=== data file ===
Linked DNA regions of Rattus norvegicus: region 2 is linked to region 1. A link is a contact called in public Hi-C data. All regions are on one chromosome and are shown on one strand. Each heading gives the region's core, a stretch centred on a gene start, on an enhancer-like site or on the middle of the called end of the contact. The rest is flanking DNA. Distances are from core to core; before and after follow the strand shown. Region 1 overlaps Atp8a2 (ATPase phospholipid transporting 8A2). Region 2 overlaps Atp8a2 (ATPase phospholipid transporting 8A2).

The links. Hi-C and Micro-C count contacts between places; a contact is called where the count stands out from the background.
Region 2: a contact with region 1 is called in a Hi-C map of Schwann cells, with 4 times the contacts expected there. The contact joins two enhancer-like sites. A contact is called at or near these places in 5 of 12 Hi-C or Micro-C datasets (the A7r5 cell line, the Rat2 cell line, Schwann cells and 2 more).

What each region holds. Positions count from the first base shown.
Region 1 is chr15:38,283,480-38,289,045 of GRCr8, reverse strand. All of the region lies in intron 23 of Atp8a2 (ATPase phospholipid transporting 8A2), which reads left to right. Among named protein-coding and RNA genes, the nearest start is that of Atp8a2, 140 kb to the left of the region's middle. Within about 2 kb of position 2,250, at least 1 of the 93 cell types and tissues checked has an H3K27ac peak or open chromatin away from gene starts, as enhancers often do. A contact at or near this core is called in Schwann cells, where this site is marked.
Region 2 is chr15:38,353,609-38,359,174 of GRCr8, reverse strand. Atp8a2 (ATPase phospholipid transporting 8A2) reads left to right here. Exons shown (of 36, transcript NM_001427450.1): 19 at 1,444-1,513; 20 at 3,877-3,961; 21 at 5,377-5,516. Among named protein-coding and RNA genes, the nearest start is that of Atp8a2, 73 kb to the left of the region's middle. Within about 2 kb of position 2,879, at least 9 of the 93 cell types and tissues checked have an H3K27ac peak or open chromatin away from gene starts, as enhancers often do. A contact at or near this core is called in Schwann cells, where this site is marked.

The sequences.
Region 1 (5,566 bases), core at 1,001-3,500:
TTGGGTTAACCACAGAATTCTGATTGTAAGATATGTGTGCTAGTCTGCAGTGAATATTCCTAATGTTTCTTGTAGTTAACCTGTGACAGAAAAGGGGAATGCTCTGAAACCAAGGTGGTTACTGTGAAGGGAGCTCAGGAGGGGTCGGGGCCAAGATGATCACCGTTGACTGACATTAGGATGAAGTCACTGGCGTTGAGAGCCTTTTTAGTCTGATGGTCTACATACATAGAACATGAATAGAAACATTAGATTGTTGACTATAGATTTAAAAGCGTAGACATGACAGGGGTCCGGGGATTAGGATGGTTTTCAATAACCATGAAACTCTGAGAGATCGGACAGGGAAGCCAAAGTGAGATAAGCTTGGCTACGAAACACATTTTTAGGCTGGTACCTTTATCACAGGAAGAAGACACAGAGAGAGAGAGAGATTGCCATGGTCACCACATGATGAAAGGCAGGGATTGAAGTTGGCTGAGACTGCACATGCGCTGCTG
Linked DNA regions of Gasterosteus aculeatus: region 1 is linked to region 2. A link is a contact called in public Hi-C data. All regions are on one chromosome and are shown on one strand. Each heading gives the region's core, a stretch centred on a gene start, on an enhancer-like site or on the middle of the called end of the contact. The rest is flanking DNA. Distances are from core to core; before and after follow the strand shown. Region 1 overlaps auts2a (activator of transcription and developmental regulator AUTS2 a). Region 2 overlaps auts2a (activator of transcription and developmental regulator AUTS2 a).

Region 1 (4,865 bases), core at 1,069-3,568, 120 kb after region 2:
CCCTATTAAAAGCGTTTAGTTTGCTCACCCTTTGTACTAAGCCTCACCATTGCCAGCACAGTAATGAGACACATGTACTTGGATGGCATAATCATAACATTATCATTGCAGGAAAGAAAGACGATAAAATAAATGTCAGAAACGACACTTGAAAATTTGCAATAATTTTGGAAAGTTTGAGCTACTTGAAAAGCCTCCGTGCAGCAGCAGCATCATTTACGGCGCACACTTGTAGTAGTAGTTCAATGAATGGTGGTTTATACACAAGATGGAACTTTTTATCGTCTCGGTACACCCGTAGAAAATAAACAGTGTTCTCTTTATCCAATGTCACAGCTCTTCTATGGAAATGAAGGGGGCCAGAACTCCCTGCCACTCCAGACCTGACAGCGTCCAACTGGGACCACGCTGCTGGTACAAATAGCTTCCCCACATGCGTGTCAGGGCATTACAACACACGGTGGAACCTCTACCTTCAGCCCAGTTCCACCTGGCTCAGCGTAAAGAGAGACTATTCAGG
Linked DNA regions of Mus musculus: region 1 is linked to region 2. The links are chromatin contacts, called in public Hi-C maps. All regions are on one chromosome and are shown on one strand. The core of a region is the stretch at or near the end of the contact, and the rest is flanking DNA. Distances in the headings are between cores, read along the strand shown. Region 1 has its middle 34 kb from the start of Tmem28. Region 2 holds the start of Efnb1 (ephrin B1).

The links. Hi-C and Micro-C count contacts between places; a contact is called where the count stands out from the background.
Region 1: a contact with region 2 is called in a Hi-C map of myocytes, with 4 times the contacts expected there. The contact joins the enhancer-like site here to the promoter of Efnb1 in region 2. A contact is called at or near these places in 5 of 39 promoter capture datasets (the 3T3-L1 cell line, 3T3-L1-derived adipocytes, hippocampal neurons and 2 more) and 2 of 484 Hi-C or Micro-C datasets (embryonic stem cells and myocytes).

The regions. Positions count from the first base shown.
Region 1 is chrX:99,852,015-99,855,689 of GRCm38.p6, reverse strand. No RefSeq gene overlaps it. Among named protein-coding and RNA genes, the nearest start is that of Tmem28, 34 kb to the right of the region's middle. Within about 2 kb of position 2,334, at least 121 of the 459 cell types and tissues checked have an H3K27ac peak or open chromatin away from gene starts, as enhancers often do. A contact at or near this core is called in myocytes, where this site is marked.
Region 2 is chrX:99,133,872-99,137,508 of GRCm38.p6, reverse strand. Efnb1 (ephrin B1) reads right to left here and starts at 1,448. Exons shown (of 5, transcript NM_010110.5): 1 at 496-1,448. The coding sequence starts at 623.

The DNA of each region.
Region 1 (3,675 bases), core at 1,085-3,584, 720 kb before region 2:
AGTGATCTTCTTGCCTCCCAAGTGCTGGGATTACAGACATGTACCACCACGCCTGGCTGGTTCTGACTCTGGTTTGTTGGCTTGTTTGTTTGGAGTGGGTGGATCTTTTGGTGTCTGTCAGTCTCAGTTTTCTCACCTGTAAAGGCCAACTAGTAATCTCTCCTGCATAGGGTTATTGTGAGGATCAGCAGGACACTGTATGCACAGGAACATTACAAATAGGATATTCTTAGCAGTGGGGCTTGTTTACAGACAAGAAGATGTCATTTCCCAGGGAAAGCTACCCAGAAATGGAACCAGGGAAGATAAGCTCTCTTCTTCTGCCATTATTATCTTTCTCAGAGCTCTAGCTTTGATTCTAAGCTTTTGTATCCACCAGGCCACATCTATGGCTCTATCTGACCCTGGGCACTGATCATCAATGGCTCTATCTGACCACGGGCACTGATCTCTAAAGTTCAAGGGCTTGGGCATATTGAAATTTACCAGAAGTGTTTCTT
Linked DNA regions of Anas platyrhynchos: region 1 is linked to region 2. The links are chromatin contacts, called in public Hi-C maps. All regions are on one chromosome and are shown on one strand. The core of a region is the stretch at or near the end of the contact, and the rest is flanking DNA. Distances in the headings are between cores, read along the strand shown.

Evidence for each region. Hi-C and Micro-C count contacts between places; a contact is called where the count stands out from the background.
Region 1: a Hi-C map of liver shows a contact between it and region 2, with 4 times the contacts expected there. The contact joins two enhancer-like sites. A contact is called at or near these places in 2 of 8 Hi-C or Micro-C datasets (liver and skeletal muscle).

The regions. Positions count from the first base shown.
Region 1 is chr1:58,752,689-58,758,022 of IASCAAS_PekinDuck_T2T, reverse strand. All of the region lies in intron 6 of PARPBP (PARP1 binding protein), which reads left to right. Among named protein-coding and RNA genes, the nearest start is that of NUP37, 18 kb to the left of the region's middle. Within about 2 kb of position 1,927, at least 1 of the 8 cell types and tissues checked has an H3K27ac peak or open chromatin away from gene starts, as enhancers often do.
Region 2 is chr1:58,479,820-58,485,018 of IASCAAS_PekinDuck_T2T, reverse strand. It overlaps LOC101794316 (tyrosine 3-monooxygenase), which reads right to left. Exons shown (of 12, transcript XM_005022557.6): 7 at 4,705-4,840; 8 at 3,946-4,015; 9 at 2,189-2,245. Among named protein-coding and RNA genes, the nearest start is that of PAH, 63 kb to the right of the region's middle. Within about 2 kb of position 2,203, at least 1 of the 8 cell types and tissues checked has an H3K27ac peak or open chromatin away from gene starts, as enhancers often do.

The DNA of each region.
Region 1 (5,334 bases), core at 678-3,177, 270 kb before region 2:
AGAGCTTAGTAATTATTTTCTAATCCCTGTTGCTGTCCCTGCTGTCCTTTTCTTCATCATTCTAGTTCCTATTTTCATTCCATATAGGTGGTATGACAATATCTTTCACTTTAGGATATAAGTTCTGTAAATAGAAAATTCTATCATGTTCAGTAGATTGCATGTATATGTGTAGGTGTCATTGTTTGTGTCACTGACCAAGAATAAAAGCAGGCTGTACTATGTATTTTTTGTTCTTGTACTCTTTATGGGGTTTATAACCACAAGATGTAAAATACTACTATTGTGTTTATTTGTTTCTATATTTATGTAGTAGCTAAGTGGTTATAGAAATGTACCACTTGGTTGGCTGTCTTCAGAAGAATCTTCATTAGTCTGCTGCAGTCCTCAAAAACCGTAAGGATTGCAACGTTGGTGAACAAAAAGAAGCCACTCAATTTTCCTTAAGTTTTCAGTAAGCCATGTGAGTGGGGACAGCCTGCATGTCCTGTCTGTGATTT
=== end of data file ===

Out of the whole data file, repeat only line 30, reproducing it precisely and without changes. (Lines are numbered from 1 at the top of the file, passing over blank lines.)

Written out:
AGAGCTTAGTAATTATTTTCTAATCCCTGTTGCTGTCCCTGCTGTCCTTTTCTTCATCATTCTAGTTCCTATTTTCATTCCATATAGGTGGTATGACAATATCTTTCACTTTAGGATATAAGTTCTGTAAATAGAAAATTCTATCATGTTCAGTAGATTGCATGTATATGTGTAGGTGTCATTGTTTGTGTCACTGACCAAGAATAAAAGCAGGCTGTACTATGTATTTTTTGTTCTTGTACTCTTTATGGGGTTTATAACCACAAGATGTAAAATACTACTATTGTGTTTATTTGTTTCTATATTTATGTAGTAGCTAAGTGGTTATAGAAATGTACCACTTGGTTGGCTGTCTTCAGAAGAATCTTCATTAGTCTGCTGCAGTCCTCAAAAACCGTAAGGATTGCAACGTTGGTGAACAAAAAGAAGCCACTCAATTTTCCTTAAGTTTTCAGTAAGCCATGTGAGTGGGGACAGCCTGCATGTCCTGTCTGTGATTT